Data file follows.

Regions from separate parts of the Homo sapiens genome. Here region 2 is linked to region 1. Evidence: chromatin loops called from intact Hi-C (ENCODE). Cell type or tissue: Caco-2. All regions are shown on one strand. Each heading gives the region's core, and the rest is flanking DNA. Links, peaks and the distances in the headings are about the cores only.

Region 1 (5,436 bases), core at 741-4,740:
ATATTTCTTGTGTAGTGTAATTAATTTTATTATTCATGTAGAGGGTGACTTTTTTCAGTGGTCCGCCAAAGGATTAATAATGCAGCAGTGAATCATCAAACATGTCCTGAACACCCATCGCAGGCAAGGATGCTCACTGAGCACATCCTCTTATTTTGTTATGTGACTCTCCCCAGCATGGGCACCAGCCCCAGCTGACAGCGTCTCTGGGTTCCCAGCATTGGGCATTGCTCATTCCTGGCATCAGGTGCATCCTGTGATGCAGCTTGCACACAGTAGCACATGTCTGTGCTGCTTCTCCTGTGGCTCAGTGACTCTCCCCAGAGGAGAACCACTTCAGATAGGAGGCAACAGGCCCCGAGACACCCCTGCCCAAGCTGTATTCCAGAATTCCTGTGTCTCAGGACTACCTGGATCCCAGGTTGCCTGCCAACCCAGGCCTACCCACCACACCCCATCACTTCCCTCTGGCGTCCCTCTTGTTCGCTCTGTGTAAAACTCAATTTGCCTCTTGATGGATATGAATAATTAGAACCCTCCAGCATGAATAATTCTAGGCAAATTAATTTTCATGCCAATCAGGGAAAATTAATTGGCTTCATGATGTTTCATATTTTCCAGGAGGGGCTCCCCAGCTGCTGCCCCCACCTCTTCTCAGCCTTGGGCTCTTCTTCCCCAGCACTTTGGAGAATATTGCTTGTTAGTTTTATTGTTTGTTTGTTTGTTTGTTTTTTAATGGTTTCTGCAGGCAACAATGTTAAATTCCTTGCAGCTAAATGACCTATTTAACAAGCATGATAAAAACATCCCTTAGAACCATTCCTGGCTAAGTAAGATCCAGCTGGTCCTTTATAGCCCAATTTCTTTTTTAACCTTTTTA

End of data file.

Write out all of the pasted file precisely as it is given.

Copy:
Regions from separate parts of the Homo sapiens genome. Here region 2 is linked to region 1. Evidence: chromatin loops called from intact Hi-C (ENCODE). Cell type or tissue: Caco-2. All regions are shown on one strand. Each heading gives the region's core, and the rest is flanking DNA. Links, peaks and the distances in the headings are about the cores only.

Region 1 (5,436 bases), core at 741-4,740:
ATATTTCTTGTGTAGTGTAATTAATTTTATTATTCATGTAGAGGGTGACTTTTTTCAGTGGTCCGCCAAAGGATTAATAATGCAGCAGTGAATCATCAAACATGTCCTGAACACCCATCGCAGGCAAGGATGCTCACTGAGCACATCCTCTTATTTTGTTATGTGACTCTCCCCAGCATGGGCACCAGCCCCAGCTGACAGCGTCTCTGGGTTCCCAGCATTGGGCATTGCTCATTCCTGGCATCAGGTGCATCCTGTGATGCAGCTTGCACACAGTAGCACATGTCTGTGCTGCTTCTCCTGTGGCTCAGTGACTCTCCCCAGAGGAGAACCACTTCAGATAGGAGGCAACAGGCCCCGAGACACCCCTGCCCAAGCTGTATTCCAGAATTCCTGTGTCTCAGGACTACCTGGATCCCAGGTTGCCTGCCAACCCAGGCCTACCCACCACACCCCATCACTTCCCTCTGGCGTCCCTCTTGTTCGCTCTGTGTAAAACTCAATTTGCCTCTTGATGGATATGAATAATTAGAACCCTCCAGCATGAATAATTCTAGGCAAATTAATTTTCATGCCAATCAGGGAAAATTAATTGGCTTCATGATGTTTCATATTTTCCAGGAGGGGCTCCCCAGCTGCTGCCCCCACCTCTTCTCAGCCTTGGGCTCTTCTTCCCCAGCACTTTGGAGAATATTGCTTGTTAGTTTTATTGTTTGTTTGTTTGTTTGTTTTTTAATGGTTTCTGCAGGCAACAATGTTAAATTCCTTGCAGCTAAATGACCTATTTAACAAGCATGATAAAAACATCCCTTAGAACCATTCCTGGCTAAGTAAGATCCAGCTGGTCCTTTATAGCCCAATTTCTTTTTTAACCTTTTTA